Driven by the wider global move away from petrochemicals towards greener more sustainable energy, the use of electric vehicles (EVs) is set to exponentially grow within the UK in the coming years.
Urgent consideration needs to be given as to how and where commercial EVs are charged. This, in turn, requires urban logistics and industrial developers to find solutions to meet the changing needs of occupiers, their operations and their customers.
Policy and legislation impacting on development specifications
There has been huge growth in the electric vehicle market over the last decade. In 2012, 130,000 electric vehicles were sold globally – this figure has now grown to 6.6 million, an almost 5,000 per cent increase over the course of the last decade
The sale of EVs now makes up nine per cent of the global market share of car sales, its highest ever figure. By 2030, this is predicted to exceed the 30 per cent mark and will be further driven by the UK government’s recently announced ban on the sale of new petrol and diesel vehicles by the end of this decade.
The increase in popularity of EVs and several legislative changes will have significant consequences on the specification and design of new industrial developments.
In London, planning policy formerly dictated that a fifth of all parking spaces must have EV charging points, and a further fifth must have passive (where the infrastructure to support EV charging is set up beneath ground, and can be activated when required) charging points.
This policy changed in the London Plan 2021, which now seeks that 100 per cent of all operational vehicle parking “should make provision, including offering rapid charging”.
Nationally, Part S4 of the Building Regulations now requires non-residential buildings with more than 10 car parking spaces to have at least one space with access to an electric vehicle point, plus future provision via cable routes for a fifth (i.e. 20 per cent) of all remaining spaces.
Availability of power is the big issue
However, with an increase in the number of EVs in operation comes challenges around the availability of power. This is particularly pertinent in urban logistics where provision needs to be made to charge larger vehicles such as delivery vans.
Charging an electric van requires 22kW of power, in comparison to just 3.6kW or 7kW for an electric car, so the availability of power is a huge factor in being able to provide for the required amount of charging points.
Large-scale logistics operators such as Amazon are committing to 100 per cent electric fleets. Current infrastructure would make it almost impossible for developments to handle the required charging output implied by this. Logistics operations will likely require high-speed charging facilities to reduce operational downtime. These come with a requirement for further power.
The availability of power is going to be problematic for both businesses and developers, so it is important to consider alternative sources.
Having photovoltaics on the roofs of units can contribute to the generation of additional, greener electricity, however this solution alone wouldn’t be able to provide sufficient power needed to provide high speed charging facilities.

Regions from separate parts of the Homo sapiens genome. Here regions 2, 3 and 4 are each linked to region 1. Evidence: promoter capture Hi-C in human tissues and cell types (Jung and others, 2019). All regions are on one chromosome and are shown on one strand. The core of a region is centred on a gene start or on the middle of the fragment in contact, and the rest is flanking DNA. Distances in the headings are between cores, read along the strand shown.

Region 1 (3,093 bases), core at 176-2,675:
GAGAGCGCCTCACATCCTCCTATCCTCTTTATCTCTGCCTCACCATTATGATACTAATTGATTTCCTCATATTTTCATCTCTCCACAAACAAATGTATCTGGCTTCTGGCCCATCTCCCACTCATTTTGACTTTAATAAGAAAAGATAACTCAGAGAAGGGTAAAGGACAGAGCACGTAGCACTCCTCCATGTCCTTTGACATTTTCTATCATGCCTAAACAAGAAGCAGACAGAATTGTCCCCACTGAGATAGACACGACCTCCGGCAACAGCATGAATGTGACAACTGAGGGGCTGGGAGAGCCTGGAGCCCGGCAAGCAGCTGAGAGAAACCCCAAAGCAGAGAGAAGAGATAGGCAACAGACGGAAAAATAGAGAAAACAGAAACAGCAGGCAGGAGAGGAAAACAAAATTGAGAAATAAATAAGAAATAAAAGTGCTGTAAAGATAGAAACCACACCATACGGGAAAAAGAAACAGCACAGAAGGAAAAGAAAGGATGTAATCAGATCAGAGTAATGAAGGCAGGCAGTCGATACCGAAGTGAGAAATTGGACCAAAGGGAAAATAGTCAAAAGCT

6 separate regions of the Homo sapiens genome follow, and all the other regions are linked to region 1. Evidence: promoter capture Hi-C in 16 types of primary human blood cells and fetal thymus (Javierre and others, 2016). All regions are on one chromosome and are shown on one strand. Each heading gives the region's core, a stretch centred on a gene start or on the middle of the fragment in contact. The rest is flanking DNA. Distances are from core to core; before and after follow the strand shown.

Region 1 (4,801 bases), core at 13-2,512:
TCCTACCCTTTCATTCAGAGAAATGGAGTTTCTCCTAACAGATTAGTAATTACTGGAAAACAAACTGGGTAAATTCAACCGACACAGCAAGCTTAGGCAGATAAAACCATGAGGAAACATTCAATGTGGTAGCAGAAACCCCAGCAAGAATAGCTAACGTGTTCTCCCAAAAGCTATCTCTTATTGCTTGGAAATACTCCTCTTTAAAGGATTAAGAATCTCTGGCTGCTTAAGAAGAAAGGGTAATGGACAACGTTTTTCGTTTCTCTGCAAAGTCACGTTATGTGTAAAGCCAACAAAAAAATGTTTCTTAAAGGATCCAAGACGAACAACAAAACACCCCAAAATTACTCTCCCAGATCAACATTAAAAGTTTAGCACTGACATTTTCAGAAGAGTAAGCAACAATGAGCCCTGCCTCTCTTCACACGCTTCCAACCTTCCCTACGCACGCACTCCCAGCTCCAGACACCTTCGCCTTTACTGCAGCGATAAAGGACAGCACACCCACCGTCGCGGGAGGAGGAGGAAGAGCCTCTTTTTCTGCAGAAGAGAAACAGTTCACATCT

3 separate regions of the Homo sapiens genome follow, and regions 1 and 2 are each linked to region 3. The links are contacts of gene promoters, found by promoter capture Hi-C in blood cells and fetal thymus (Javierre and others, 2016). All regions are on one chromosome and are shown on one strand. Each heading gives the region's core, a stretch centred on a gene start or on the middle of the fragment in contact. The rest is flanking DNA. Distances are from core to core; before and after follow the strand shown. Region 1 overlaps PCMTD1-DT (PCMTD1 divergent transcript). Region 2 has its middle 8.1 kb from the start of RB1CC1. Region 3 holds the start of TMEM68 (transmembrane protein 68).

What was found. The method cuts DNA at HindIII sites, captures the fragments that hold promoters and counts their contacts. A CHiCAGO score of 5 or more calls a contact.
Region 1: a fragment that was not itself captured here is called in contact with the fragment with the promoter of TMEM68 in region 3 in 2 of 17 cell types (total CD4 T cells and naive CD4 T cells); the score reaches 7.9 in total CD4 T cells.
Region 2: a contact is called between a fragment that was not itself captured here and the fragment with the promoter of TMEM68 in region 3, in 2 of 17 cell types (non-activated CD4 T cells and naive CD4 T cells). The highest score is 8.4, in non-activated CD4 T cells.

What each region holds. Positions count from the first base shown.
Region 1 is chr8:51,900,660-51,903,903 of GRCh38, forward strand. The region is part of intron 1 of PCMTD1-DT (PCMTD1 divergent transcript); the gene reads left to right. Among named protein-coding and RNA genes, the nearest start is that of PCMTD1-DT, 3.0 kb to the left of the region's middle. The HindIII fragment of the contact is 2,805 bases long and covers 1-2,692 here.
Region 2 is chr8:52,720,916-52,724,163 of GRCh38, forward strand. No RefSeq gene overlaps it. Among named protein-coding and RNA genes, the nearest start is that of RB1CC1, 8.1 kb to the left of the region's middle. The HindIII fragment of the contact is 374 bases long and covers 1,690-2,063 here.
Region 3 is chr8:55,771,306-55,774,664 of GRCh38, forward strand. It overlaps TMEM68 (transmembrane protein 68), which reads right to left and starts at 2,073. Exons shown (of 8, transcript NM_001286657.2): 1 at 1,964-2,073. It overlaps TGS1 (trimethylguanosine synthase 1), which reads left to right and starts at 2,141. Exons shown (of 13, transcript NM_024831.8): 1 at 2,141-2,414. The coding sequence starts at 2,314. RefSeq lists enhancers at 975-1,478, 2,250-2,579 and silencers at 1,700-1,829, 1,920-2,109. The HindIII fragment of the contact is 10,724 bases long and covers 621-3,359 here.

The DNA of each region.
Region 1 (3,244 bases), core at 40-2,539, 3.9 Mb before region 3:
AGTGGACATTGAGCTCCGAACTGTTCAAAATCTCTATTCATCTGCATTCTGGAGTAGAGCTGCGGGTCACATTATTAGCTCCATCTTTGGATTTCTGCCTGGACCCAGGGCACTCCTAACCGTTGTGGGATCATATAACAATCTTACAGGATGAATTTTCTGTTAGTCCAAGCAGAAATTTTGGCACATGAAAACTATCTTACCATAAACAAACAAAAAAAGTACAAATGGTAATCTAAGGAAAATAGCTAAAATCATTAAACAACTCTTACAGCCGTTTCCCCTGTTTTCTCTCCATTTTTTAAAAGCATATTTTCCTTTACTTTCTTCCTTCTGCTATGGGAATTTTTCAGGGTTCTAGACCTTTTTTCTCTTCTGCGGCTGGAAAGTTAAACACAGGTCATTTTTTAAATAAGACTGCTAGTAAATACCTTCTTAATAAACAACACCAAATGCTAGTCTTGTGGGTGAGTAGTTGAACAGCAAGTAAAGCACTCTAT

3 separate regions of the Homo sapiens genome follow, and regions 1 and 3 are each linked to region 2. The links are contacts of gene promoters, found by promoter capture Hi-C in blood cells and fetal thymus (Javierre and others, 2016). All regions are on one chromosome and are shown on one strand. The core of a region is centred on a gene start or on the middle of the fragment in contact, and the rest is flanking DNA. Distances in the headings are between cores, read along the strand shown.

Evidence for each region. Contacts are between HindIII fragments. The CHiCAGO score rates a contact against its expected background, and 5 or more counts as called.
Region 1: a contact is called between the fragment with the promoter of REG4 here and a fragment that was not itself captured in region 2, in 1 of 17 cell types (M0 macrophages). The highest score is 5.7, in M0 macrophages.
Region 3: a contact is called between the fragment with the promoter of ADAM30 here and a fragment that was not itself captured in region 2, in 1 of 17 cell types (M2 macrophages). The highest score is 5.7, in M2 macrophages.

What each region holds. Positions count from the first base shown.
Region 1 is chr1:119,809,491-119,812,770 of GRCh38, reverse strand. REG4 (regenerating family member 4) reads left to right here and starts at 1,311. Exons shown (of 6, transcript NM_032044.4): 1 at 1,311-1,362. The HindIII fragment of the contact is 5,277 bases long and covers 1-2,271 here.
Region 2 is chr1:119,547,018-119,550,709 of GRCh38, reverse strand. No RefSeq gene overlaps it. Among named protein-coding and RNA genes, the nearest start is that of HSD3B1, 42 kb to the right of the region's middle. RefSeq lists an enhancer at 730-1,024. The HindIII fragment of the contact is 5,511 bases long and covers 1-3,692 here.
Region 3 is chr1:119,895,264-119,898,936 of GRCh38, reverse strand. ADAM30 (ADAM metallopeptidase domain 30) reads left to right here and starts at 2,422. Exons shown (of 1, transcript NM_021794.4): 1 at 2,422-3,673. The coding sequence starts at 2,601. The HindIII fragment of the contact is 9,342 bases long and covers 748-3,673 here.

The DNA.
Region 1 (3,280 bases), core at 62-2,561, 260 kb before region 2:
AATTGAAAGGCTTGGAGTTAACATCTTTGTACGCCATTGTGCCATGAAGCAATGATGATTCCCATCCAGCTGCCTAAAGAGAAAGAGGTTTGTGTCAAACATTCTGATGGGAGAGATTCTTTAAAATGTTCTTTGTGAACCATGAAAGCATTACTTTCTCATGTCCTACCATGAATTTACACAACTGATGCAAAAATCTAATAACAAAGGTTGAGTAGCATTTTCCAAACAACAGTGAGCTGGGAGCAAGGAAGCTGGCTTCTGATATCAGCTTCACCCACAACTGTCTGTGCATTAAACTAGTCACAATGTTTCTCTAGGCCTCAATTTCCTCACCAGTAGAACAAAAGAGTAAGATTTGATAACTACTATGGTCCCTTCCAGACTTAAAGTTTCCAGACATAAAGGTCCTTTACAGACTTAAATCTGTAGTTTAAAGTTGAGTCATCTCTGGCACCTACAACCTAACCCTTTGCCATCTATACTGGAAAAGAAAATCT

Scheme design being impacted
With a greater use of EVs, how and where charging points are located at a development needs to be considered to mitigate any operational impact.
For example, in an urban logistics operation, there will lots of vans coming and going from loading bays hence charging points cannot be located directly in or around the loading bay, as it would cause disruption.
The best location for the charging points would be away from the main building to ensure any vehicles repowering are not in the way. This is something which needs to be factored into the initial design and planning process, to ensure any potential interference is kept to a minimum.
Costs and usage considerations
From an operational perspective, staff usage of on-site charging points needs to be considered. Whereas previously, those commuting to work would, in the majority of instances, pay for their own petrol, they may now be able to charge their EVs at work. However, whether or not these EV charging points will be free of charge is a quandary for employers.
With The RAC reporting a 21 per cent rise in the cost of charging an electric vehicle over the last nine months due to soaring energy costs, this could be a significant additional costs to businesses. Company policy needs to be formulated to overcome any contention.
Powering to the future with EVs
Climate change, ESG agendas and legislative change is driving the proliferation of EVs. But for this to be a success, the right infrastructure needs to be in place to enable efficient charging to take place.
This is highly important within the urban logistics sector. With delivery vans in particular playing a critical role, industrial developments need to cater for the changing operational needs of occupiers.
At Chancerygate, EV charging points have been provided at all of our developments for over five years and we consistently provide infrastructure over and above current planning policy regulations. Power provision is the major hurdle in our ability to go even further.